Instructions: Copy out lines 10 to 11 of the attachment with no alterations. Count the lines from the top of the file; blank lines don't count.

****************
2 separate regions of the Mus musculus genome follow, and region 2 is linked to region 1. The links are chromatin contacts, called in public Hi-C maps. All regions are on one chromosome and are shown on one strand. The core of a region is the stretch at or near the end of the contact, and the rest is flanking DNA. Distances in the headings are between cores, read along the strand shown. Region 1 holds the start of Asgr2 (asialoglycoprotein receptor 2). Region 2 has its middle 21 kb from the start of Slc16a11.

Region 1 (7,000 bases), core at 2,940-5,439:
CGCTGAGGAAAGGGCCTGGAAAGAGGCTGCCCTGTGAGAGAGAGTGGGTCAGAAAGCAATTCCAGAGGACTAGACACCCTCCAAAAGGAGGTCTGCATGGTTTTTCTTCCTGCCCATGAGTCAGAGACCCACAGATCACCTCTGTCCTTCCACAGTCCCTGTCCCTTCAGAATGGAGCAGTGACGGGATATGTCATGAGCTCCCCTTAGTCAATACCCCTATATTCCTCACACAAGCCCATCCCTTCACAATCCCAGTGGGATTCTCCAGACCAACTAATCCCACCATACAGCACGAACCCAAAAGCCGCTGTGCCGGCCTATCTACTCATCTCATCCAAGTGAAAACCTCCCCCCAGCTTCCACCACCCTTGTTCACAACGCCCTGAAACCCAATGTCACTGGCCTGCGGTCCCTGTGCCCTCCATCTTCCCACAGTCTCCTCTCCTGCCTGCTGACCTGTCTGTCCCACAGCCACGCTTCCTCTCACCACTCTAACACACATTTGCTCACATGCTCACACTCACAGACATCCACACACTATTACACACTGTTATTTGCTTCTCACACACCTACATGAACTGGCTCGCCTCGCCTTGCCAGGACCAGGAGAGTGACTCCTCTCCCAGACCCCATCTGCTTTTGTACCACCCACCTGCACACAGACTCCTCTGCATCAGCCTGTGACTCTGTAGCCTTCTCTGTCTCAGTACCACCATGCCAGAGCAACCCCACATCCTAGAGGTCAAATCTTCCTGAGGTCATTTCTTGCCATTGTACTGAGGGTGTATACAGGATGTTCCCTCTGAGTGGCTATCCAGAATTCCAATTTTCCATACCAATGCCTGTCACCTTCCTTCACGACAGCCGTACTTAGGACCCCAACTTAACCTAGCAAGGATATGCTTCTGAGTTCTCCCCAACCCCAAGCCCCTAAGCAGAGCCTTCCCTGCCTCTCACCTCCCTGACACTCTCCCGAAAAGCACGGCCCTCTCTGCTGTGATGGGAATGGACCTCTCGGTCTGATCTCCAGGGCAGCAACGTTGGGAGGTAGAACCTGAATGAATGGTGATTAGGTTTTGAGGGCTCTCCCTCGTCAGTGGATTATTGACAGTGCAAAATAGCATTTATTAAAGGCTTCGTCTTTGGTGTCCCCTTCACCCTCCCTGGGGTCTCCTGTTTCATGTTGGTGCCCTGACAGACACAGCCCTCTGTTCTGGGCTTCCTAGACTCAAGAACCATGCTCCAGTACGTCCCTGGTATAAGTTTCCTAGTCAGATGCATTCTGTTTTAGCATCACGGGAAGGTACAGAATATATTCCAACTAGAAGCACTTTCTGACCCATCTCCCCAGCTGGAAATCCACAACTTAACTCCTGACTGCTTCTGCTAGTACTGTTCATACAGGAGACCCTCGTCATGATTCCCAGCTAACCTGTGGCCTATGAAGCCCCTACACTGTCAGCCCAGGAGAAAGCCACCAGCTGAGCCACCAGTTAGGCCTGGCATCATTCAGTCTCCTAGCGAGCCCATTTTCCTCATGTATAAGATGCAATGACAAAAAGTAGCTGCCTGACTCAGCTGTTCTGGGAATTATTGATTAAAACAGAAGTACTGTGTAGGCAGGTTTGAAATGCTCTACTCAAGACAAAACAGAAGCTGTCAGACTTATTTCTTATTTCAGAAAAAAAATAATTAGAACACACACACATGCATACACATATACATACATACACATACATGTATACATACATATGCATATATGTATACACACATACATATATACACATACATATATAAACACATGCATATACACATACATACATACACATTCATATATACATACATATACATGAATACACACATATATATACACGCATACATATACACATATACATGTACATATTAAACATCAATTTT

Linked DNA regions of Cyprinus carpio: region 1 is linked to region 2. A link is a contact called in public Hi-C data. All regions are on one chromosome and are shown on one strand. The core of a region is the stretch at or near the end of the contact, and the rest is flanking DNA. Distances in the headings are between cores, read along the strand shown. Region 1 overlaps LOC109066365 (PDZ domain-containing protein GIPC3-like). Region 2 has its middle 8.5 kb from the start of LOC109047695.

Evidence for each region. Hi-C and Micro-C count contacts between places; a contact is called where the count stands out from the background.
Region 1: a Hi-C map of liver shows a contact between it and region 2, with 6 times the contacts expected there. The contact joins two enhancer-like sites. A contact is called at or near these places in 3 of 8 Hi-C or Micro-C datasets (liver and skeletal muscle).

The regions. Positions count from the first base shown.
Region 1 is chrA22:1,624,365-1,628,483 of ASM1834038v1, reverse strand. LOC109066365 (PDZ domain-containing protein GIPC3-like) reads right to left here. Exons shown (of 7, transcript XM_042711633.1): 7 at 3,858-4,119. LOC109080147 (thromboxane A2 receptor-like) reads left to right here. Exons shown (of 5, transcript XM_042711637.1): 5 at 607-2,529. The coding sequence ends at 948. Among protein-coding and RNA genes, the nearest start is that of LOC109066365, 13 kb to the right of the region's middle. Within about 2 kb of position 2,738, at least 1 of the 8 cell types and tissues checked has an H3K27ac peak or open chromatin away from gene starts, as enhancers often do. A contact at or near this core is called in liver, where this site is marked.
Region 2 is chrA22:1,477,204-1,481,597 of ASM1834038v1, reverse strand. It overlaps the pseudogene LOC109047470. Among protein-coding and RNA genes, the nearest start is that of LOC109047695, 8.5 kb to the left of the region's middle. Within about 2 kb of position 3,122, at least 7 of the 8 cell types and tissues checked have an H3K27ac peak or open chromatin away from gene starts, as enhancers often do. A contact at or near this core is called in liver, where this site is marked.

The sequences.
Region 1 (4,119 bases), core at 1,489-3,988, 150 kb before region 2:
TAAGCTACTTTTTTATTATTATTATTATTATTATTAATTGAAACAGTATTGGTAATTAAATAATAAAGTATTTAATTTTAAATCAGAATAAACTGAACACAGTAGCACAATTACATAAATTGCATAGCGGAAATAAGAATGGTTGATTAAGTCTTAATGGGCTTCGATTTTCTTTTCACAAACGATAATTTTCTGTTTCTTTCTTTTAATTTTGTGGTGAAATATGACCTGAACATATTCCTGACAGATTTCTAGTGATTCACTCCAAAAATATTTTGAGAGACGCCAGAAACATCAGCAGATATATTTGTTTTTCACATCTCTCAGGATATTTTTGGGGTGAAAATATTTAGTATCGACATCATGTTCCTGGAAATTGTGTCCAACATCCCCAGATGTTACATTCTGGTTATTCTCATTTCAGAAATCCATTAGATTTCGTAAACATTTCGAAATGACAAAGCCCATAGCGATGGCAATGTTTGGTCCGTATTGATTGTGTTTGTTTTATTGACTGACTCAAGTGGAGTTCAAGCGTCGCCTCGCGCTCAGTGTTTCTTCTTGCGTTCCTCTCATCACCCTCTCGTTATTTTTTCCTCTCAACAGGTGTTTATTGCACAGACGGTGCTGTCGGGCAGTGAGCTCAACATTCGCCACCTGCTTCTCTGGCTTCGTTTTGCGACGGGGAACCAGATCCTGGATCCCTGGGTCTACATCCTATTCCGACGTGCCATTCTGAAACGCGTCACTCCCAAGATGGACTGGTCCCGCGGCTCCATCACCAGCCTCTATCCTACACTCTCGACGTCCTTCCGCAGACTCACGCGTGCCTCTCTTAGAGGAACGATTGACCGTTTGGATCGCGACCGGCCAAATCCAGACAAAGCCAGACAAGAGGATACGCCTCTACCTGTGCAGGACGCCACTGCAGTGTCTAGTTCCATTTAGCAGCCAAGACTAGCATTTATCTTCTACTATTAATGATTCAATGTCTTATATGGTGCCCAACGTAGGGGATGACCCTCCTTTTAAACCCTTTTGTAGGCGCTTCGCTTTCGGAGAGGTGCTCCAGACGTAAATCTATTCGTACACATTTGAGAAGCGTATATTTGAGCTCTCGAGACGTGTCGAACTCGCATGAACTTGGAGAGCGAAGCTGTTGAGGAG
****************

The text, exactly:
The sequences.
Region 1 (4,119 bases), core at 1,489-3,988, 150 kb before region 2: